3. Short Fuses by Stephen Leather

I’ve read one of Mr Leather’s other short Stories about Inspector Zhang, so was pleased to find one here too. All four stories are well crafted. There are lots of “first two” chapters for his novels. I read a few – they look good – but got fed up reading so many starts.

3. White Cougar Christmas by Elixa Gayle

Not particularly impressed. There wasn’t enough world building and I’m not inspired to read the novels in the series from which this short story comes.

Reviews in Manuscript

I like writing with a pen (or pencil) and paper. In addition, it is more convenient to write by hand, since in the time available, I don’t have access to a computer 🙂
Look out for these reviews coming soon:

1. Defying Drakon by Carole Mortimer
2. Hot Girl’s Friend by Lisa Scott
3. The First Rule of Ten by Gay Hendricks & Tinker Lindsey (40% typed)
4. Scarlett’s by A. L. Collins
5. The Serpent Sea by Martha Wells
6. The Wedding Story by Dee Tenorio
7. Little Girls: A Novella by Elton Lord
8. Unforgettable Embrace by Joanne Clancy
9. Dead(ish) by Naomi Kramer
10. A Vampire’s Dominon by V. M. K. Fewings
11. Bone Machine by C. N. James
12. Columbus Avenue Boys by David Carraturo
13. Catestrophically Consequential by Stephen C. Bird
14. The Hero’s Guide to Saving Your Kingdom by Christopher Healy
15. Darker by Degree by Keri Knutson & Susan Branham
16. Sanctuary by Glyn Smith-Wild
17. Seven into the Bleak by Matthew Iden
18. Redhead by Ian Cook
18. Code Name Verity by Elizabeth Wein

Reviews Posted

1. Salsa Invertebraxa by Mozchops

TBR Shortlist

I’ve had a rethink on choosing my next book.  I have been approved for quite a number of NetGalley (NG) book, so I’ve decided it’s time to boost some of these up the list and get posting reviews!  The other books from my list generally come under the headings of author gifts (AG), which usually get priority; First Reads (FR) wins; and authors’ time limited free offers (FO).  I sprinkle in some bought books and free ebooks too, as I fancy.

My immediate reading list is:

1. Poltergeeks by Sean cummings (NG)
2. The Assassin’s Curse by Cassandra Rose Clarke (NG)
3. Timepiece by Myra McEntire (NG)
4. Wolf Dawn by Susan Cartwright (AG)
5. For That Day by Low Kay Hwa (AG)
6. One Moment by Kristina McBride (NG)
7. Monkey with a Pin by Pete Comley (FO)
8. Hound Dog Blues by Virginia Brown (NG)
9. The River Witch by Kimberly Brock (NG)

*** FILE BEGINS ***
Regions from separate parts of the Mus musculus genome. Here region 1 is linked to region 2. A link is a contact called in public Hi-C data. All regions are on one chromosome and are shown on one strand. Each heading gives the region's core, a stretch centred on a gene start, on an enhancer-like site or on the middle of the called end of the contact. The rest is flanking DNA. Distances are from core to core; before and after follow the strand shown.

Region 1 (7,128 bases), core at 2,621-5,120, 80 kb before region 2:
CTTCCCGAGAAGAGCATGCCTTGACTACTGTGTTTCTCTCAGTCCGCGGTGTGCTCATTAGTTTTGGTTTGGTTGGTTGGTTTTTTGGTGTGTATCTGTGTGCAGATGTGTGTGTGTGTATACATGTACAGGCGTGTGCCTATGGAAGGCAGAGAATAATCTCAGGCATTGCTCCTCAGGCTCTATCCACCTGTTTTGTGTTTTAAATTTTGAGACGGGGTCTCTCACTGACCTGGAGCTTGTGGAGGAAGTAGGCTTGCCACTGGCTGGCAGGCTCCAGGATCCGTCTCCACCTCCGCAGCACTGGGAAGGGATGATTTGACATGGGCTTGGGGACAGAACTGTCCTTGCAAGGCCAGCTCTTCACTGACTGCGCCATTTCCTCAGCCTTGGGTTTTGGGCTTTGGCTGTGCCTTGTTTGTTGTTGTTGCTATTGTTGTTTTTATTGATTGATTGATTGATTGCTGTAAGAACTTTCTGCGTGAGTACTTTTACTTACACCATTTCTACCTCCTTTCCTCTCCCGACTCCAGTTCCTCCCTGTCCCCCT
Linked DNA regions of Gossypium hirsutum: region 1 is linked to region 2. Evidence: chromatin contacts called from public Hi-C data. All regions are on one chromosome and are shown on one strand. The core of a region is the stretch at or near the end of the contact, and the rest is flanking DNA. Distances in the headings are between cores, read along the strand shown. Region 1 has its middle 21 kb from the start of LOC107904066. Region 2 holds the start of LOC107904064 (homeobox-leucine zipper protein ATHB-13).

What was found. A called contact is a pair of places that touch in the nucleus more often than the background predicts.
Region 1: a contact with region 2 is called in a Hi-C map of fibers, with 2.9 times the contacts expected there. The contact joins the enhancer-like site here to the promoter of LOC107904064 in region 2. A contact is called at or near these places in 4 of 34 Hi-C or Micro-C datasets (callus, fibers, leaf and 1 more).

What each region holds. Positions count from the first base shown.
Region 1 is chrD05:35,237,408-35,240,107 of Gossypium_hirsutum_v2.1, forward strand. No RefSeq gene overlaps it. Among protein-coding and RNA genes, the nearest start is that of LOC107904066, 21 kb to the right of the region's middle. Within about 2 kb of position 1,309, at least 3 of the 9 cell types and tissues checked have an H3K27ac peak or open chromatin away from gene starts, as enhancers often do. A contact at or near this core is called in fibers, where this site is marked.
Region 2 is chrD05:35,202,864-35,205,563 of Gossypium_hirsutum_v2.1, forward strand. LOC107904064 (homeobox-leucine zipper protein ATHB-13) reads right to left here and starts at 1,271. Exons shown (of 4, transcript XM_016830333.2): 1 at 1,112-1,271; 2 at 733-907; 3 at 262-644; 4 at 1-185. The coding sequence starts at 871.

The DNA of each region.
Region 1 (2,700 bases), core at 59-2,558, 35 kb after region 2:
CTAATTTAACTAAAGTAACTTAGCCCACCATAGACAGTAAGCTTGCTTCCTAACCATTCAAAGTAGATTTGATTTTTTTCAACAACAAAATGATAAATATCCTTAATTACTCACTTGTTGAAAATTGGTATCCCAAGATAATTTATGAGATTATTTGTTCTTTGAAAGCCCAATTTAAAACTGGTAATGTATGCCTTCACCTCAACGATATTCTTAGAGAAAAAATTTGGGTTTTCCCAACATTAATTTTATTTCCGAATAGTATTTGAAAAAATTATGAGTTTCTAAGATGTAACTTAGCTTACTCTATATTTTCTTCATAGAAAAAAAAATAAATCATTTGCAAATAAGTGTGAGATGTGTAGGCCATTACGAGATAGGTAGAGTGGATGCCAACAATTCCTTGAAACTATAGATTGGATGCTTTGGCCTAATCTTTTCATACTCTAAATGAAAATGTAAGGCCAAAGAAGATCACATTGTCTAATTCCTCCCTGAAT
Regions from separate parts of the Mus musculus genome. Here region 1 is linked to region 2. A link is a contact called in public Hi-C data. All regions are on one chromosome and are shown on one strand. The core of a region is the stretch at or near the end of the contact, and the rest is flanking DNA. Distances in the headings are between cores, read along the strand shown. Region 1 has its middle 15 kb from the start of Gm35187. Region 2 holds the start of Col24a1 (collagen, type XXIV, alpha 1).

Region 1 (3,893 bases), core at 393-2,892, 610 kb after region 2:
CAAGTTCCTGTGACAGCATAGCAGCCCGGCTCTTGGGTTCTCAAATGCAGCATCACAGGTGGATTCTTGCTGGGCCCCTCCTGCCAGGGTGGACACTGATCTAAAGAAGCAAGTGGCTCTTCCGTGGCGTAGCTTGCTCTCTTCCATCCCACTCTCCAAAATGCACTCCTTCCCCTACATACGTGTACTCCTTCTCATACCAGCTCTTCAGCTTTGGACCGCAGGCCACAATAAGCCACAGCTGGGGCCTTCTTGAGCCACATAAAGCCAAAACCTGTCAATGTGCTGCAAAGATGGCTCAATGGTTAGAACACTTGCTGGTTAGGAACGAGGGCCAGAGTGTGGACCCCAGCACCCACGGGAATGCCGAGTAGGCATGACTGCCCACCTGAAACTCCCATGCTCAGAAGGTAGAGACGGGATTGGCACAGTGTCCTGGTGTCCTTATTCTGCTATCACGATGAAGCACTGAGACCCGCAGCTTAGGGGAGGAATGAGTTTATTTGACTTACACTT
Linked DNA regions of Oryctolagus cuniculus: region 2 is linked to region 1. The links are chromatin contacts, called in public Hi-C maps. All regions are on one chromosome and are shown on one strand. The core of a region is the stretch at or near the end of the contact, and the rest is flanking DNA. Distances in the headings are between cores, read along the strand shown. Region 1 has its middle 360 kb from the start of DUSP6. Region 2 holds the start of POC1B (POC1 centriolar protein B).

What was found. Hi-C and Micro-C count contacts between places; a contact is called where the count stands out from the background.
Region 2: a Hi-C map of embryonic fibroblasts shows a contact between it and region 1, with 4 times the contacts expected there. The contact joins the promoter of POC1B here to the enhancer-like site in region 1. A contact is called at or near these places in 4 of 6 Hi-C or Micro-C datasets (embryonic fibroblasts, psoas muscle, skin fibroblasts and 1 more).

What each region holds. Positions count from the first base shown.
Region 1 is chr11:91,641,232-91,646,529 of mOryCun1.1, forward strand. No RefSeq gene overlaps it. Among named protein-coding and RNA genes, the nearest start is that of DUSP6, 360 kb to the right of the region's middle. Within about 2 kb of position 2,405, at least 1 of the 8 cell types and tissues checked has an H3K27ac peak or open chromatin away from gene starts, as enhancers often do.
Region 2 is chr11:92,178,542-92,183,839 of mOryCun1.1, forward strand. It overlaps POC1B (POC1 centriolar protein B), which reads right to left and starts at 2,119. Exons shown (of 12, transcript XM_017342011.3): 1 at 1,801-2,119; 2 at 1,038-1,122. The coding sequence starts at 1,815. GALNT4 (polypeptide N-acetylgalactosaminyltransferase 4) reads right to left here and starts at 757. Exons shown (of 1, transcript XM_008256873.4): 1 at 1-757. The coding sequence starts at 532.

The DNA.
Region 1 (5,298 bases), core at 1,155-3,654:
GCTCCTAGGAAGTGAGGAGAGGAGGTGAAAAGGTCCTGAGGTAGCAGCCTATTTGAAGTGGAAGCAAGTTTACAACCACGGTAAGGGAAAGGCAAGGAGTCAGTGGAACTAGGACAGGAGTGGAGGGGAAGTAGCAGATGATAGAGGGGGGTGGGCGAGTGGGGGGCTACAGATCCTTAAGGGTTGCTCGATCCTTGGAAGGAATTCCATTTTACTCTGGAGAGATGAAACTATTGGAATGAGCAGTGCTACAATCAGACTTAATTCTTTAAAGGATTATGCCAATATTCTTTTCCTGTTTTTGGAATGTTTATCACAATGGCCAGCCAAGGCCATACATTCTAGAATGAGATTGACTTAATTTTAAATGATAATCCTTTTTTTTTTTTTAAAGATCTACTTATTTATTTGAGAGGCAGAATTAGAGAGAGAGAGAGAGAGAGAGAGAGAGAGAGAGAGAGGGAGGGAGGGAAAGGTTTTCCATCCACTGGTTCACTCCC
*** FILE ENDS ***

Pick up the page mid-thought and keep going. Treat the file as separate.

10. The Top Ten Leadership Commandments by Hans Finzel (NG)
11. Rise by Yosef Gotlieb (NG)

Blog updates completed

1. Tuesday Totals – I’m on Number 6!
2. Bookish Funny Friday – 13th posted, 14th scheduled

Blog Updates Planned

1. Review Policy – mostly written, partly typed
2. Reviews: My thoughts and philosophy – written, partly typed
3. Tuesday Totals – explanation page to be written, a logo would be nice, but not sure what (and how)
4. Rose’s Ramblings – explanation page to be written, logo to be created; two posts written, need to be typed (was Monthly Musings, but I decided that keeping it random was better!)
5. Blog Improvements – section needed with to do list
6. Visitor Counters – need to add them!

I’m gradually making progress with blog updates and reviews.  I’m hoping to join Bloggiesta this year and get some of my updates done then. Having this list to come back to is useful as it keeps me on track and stops me heading off in random directions! 🙂
What do you have planned for your blog?  How do you decide which book to read next???

Tuesday Totals (5) 2012: Week 30

Tuesday Totals – 23  to 29 July 2012

Here is my weekly round-up of my blog activities – accomplished and planned – that I use to try to keep myself on track, focused and with a sense of achievement! There are seven sections of activities; this post details their status for the weeks 23 to 29 July 2012.
This post is rather long because, as I explained in the last TT, real life rather got the better of me for a bit and I’m playing catch-up!

Currently Reading

The books I’m reading as I post.

1. Cameron Nation by David Carraturo

I haven’t opened this in the last week.  I’m going to have to make myself finish it.

2. Luke Wood presents More than a Million Words by Luke Wood and others

I’ve nearly finished this one.  I try not to read too many in one go, so I can savour each piece.

3. The Great Firewall by Michael C. Boxall

Michael contacted me to offer me a kindle copy to read and review.  The opening is very dramatic and I’m just getting to the more human part.  Good so far!

Finished This week

1. Growing Up Wired by David Wallace Fleming

This didn’t turn out to be the book I thought it would. I can’t say I enjoyed the frat boy antics and I felt the question posed wasn’t answered.